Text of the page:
The postings are gone but they haven’t disappeared, thanks to the Weiboscope, a computer tool that tracks the handiwork of mainland web police on the country’s most popular microblogging service.
The tool, developed by Fu King-wa, research assistant professor at the University of Hong Kong’s Journalism and Media Studies Center, monitors deleted postings on Sina Weibo by regularly sampling timelines of a set of selected Chinese microbloggers who have more than 1,000 followers or whose posts are frequently censored, Apple Daily reported Thursday.
The Weiboscope immediately reveals deleted postings, which are then translated into English and posted on Twitter for a non-Chinese reading audience.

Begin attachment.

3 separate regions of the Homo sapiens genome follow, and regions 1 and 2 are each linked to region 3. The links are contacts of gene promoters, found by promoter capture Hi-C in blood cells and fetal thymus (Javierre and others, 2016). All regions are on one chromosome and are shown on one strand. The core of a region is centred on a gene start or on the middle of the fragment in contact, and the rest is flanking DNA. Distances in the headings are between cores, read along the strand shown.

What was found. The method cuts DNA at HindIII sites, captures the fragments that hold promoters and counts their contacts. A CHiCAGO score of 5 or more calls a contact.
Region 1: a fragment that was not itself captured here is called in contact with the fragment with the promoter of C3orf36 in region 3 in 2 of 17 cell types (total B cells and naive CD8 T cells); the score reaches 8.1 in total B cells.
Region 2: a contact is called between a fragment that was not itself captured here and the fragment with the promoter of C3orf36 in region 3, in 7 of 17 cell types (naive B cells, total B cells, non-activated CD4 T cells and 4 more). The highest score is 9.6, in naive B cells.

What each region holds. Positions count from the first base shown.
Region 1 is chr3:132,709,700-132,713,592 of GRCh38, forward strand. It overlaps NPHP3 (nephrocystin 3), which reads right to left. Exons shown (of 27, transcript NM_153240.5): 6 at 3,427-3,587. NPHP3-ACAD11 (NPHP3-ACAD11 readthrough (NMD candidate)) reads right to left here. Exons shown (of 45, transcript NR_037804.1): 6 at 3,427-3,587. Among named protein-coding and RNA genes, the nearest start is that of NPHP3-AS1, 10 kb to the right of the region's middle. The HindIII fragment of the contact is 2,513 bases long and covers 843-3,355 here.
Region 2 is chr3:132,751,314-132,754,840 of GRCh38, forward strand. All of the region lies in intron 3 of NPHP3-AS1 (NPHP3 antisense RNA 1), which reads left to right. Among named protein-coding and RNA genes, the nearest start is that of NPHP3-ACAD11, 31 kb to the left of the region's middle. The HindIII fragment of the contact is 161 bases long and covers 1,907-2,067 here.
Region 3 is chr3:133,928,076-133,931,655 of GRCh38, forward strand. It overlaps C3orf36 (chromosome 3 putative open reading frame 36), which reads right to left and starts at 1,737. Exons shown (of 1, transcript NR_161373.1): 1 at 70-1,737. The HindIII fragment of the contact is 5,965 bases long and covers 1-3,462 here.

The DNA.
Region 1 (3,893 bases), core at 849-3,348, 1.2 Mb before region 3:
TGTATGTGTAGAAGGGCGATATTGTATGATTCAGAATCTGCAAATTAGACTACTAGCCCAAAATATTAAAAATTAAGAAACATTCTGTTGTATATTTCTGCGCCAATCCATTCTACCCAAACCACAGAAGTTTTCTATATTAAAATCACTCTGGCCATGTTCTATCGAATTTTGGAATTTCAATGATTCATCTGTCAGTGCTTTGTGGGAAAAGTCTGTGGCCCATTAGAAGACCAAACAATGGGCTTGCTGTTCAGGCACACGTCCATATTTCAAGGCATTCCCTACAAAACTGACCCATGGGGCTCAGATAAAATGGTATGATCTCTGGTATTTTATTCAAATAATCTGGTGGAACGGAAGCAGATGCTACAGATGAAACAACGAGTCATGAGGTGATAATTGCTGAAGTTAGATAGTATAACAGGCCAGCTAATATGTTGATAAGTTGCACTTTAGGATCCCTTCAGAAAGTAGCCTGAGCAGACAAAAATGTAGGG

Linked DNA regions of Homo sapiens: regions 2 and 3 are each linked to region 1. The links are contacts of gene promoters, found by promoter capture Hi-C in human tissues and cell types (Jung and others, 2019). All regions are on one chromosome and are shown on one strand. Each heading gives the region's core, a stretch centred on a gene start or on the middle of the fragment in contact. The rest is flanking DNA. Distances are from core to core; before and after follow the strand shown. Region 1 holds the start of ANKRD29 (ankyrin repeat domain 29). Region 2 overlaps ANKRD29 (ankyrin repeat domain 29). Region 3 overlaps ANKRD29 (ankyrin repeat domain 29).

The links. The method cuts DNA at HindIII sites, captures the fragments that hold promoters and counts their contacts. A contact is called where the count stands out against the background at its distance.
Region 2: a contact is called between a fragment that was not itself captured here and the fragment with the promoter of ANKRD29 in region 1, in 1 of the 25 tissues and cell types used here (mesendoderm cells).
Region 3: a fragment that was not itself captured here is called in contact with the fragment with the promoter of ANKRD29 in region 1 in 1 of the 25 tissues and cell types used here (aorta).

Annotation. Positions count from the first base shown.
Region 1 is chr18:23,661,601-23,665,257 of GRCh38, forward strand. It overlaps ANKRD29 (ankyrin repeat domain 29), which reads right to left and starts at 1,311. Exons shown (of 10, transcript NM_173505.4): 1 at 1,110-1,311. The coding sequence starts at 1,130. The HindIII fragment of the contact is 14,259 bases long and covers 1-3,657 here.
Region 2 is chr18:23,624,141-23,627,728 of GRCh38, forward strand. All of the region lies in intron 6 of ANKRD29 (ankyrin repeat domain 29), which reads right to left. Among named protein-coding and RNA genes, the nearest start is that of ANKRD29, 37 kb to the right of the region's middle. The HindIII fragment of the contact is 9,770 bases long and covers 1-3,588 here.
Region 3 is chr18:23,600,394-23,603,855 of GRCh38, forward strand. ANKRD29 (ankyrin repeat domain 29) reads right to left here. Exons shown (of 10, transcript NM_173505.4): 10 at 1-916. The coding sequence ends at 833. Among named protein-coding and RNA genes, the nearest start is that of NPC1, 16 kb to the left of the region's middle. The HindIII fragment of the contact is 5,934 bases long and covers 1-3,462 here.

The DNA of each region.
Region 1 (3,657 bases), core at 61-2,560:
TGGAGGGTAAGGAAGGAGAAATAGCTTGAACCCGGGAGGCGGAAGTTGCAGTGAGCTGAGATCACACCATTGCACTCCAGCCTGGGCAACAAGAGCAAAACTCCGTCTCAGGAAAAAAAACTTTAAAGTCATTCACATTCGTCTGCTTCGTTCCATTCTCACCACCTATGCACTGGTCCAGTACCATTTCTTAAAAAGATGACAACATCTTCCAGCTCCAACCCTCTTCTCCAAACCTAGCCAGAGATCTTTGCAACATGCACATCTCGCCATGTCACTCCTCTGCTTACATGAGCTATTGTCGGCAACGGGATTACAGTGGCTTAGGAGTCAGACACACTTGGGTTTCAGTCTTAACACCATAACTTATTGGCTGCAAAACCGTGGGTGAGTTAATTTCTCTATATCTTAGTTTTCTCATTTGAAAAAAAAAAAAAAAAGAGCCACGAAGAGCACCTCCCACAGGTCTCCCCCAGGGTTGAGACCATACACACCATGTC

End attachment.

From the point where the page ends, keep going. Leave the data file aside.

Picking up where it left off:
In 2012, the system logged 226 million Weibo posts of which more than 10.9 million were no longer publicly accessible because of censorship or because they were voluntarily cut by the user.
So far the Weiboscope has found that 883 of 4,458 Weibo postings related to June 4 topics have been culled since the start of the year.
That level was 15 times the usual rate, with the deleted postings staying online for a median 98 minutes.
The issue is personal as well as academic for Fu. Twenty-five years ago he was a student helping broadcast news about students’ democracy movement to Hong Kong.
Weiboscope is now offering its June 4 special edition for the public at http://weiboscope.jmsc.hku.hk/june4th/ . Visitors can just click on key words on the screen or input key words to see the deleted comments.
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